Heller's principle emphasis is on the internal struggle with conflicting values and the characters' evolution. He creates a quandary that Yossarian explores throughout the novel, and establishes Yossarian's world as one turned upside down by war. After exploring this chaotic condition and the mess it creates on people's values, Yossarian finally arrives at his decision to withdraw from the conflict. In the first half of the war, Yossarian runs. As he comes to terms with himself, he takes responsibility and explores life beyond himself.
Identifying his adversary after careful reasoning, Yossarian names the enemy as
"'anybody who's going to get you killed, no matter which side he's on...'" (Heller 120).
Yossarian mistakenly blames others for his situation. Throughout the book, it is an evolution in itself as he realizes he is the only one in control of his fate.--he is the center of his universe. By refusing to conform, he causes all characters (some with more insight than others) to be confronted with possible meanings and logic behind his unusual behavior. "You have deep-seated survival anxieties. And you don't like bigots, bullies, snobs or hypocrites. Subconsciously there are many people you hate."
"Consciously, sir, consciously," Yossarian corrected in an effort to help. "I hate them consciously." "You're antagonistic to the idea of being robbed, exploited, degraded, humiliated or deceived. Misery depresses you. Ignorance depresses you. Persecution depresses you. Violence depresses you. Slums depress you. Greed depresses you. Crime depresses you. Corruption depresses you. You know, it wouldn't surprise me if you're a manic-depressive!" (313) With this, Yossari...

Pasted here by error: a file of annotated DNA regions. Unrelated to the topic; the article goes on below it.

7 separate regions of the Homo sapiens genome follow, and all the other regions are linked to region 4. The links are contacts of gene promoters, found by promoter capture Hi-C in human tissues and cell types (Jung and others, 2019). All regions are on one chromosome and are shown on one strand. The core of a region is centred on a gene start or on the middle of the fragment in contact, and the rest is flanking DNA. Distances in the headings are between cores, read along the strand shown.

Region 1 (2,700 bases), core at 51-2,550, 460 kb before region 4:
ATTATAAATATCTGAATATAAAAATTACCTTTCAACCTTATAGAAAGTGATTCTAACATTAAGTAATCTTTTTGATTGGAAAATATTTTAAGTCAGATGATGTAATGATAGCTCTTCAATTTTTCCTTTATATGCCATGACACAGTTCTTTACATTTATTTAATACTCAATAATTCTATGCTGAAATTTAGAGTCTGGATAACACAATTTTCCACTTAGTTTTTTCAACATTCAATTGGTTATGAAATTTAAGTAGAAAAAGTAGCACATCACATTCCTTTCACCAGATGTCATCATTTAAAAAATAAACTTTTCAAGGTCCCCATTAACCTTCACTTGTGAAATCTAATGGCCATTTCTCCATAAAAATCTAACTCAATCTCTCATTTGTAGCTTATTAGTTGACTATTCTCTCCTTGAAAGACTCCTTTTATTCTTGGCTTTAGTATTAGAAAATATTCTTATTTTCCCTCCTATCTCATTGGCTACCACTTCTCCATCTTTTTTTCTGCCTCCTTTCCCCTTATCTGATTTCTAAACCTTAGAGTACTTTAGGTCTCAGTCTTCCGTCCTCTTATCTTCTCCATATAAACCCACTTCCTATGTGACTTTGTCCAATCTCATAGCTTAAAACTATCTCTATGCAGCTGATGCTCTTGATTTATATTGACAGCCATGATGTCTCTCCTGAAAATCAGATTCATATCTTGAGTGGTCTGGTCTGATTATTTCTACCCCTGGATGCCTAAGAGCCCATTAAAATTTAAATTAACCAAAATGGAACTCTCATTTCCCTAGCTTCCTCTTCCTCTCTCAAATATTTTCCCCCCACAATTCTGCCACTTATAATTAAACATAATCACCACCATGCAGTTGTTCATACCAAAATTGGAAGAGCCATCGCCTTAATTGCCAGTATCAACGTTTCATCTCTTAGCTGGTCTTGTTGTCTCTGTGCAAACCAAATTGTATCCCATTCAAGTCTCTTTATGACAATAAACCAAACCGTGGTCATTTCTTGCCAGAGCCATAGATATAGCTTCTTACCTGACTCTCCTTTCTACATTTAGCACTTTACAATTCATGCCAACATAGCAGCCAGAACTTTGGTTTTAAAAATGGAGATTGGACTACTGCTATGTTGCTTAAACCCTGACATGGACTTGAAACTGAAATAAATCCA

... middle of paper ...
...ealing with the use of varying perspectives in value or moral judgements, to enhance certain traits. To complete the exploration of contrast, Yossarian asks, "..How many honest men were liars, brave men cowards, loyal men traitors, how many sainted men were corrupt, how many people in positions of trust had sold their souls to blackguards for petty cash, how many had never had souls?" (423). Heller does not offer clearly defined answers, but he raises many good questions through Yossarian's war experiences. The main evolution revolves around Yossarian's status and state of mind. It is in the self-exploration and the absurd, often immoral values that surround him that Yossarian achieves his main role of hero.However, by resorting to trying to escape after much change in values in perspective, Yossarian, in the process of doing so, sheds his claim to the heroic role.
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